Vahram Ter-Matevosyan is Assistant Professor at the American University of Armenia, he is also the Head of the Turkish Department at the Institute for Oriental Studies of the National Academy of Sciences of Armenia. He has a Doctoral degree from the University of Bergen (Norway), MA in East and Southeast Asian Studies from Lund University (Sweden). He was Visiting Professor at Duke University, NC (2016), Fulbright Scholar at the University of California, Berkeley, CA (2009-2010) and Visiting Scholar at the University of Washington, Seattle, WA (2007). He authored an award-winning monograph “Islam in the Social and Political Life of Turkey, 1970-2001” in 2008 and co-authored “History of Turkish Republic” in 2014. He has published extensively in leading international peer-reviewed journals covering Turkish domestic and foreign policy as well as regional security problems.
Following a series of extraordinary events in Armenia that has come to be coined as the “Velvet Revolution,” it is now time to put emotions aside and begin the process of evaluating those events objectively and by applying several academic disciplines, writes Vahram Ter-Matevosyan.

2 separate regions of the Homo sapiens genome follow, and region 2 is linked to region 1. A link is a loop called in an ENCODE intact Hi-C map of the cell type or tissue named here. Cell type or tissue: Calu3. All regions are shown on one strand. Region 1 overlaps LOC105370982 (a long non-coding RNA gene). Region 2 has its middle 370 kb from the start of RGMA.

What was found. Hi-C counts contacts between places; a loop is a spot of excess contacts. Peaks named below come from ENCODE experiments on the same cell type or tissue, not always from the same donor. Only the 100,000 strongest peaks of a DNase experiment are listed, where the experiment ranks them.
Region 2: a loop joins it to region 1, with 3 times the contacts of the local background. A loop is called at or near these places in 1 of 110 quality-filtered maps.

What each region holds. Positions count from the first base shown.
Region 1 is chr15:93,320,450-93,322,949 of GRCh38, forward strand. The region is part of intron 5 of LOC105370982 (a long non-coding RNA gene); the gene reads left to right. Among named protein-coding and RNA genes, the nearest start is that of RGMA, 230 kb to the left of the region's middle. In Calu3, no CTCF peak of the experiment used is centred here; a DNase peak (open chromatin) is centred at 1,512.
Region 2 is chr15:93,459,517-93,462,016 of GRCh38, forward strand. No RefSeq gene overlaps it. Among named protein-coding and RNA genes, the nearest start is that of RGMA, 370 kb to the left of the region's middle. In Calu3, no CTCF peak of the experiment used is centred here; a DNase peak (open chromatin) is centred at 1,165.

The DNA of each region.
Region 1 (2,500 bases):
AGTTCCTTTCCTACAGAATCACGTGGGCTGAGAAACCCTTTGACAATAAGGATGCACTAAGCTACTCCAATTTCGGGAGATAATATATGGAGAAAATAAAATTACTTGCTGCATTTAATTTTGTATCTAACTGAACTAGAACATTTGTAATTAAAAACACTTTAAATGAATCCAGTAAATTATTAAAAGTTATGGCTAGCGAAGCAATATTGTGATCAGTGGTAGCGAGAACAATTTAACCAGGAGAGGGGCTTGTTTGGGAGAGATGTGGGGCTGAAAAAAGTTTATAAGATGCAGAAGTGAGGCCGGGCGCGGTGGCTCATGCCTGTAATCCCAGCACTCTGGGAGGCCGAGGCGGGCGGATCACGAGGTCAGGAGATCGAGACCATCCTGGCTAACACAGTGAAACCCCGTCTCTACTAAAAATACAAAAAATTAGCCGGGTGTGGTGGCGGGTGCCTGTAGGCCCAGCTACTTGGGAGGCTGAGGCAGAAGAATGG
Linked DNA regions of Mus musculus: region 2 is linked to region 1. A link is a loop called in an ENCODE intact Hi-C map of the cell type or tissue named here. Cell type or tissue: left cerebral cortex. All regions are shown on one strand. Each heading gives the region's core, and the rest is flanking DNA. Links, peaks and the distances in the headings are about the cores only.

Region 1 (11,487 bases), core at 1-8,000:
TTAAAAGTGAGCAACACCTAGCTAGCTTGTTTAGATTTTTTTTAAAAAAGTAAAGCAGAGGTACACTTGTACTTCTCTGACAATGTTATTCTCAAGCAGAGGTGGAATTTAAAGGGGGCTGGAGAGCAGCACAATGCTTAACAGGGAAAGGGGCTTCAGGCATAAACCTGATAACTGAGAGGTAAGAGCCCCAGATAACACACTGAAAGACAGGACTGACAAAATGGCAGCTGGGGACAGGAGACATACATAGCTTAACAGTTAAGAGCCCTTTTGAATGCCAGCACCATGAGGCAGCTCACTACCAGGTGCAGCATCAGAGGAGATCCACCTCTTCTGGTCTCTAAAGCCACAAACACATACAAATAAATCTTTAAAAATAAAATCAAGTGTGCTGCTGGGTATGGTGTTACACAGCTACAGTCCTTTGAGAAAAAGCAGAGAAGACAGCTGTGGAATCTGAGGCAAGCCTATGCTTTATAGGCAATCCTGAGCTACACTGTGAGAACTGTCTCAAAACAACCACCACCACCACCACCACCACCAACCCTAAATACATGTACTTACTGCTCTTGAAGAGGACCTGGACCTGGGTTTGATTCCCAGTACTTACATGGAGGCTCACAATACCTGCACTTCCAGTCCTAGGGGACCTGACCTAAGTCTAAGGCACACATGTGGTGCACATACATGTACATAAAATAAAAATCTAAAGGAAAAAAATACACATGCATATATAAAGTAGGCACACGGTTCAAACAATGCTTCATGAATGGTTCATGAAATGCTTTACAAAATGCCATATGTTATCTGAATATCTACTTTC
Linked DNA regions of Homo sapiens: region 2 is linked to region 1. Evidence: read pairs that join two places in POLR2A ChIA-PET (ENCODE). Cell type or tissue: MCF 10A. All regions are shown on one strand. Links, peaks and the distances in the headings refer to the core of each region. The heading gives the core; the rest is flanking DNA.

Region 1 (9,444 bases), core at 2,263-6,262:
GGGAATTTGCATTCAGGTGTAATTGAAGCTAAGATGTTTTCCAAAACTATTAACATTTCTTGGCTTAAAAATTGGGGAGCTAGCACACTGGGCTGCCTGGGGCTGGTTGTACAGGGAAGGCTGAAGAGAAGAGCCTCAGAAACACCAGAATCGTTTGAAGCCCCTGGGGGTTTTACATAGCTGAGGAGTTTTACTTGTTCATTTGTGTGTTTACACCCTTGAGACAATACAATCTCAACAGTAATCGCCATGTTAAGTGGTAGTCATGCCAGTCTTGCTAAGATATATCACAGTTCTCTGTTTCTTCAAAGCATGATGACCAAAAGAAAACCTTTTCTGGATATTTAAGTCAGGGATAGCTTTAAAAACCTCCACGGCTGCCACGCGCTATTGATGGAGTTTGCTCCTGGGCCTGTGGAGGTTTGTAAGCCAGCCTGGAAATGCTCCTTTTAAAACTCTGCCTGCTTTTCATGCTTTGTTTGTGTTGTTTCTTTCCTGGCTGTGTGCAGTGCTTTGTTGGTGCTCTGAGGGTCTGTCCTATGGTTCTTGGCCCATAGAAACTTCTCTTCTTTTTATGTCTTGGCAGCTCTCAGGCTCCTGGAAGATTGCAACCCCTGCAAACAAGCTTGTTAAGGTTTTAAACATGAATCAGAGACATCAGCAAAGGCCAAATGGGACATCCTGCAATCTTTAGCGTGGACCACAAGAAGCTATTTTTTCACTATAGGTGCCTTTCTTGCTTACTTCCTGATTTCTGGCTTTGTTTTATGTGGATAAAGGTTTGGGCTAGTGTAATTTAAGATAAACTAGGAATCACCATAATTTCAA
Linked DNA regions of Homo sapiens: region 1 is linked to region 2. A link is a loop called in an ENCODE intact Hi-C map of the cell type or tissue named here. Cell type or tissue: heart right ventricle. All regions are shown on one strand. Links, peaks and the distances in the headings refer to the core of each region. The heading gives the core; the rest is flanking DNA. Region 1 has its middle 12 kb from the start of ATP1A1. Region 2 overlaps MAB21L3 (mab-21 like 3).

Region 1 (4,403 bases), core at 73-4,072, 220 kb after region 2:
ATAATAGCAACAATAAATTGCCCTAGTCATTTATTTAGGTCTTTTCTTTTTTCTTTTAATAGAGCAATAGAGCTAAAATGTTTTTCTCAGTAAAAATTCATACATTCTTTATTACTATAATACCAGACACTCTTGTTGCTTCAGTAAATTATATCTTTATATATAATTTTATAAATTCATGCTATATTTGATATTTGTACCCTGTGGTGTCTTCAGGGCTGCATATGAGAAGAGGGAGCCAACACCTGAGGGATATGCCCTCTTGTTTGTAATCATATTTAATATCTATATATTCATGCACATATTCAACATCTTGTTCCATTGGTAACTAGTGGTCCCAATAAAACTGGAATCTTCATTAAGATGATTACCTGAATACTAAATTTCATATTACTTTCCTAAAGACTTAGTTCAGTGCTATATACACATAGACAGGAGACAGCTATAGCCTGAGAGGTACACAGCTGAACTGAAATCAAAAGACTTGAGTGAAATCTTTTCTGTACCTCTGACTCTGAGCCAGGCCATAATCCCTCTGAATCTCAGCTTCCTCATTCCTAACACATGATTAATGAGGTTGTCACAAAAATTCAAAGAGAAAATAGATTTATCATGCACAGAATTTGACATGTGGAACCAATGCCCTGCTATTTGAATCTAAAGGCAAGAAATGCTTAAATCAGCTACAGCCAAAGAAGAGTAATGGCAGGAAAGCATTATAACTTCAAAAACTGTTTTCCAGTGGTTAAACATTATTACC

Vahram Ter-Matevosyan writes about the political crisis that has gripped Armenia for three weeks now. He looks back at the special session of parliament that took place yesterday, which failed to elect a prime minister and explains why the Republicans would have served Armenia better if they had treated the matter with velvet gloves instead of an iron fist.
Armenia’s president signed a decree on March 1 announcing the controversial Armenian-Turkish protocols null and void. Now that the the protocols are a thing of the past, Vahram Ter-Matevosyan writes that the time has come to draw some lessons from an initiative that was long dead.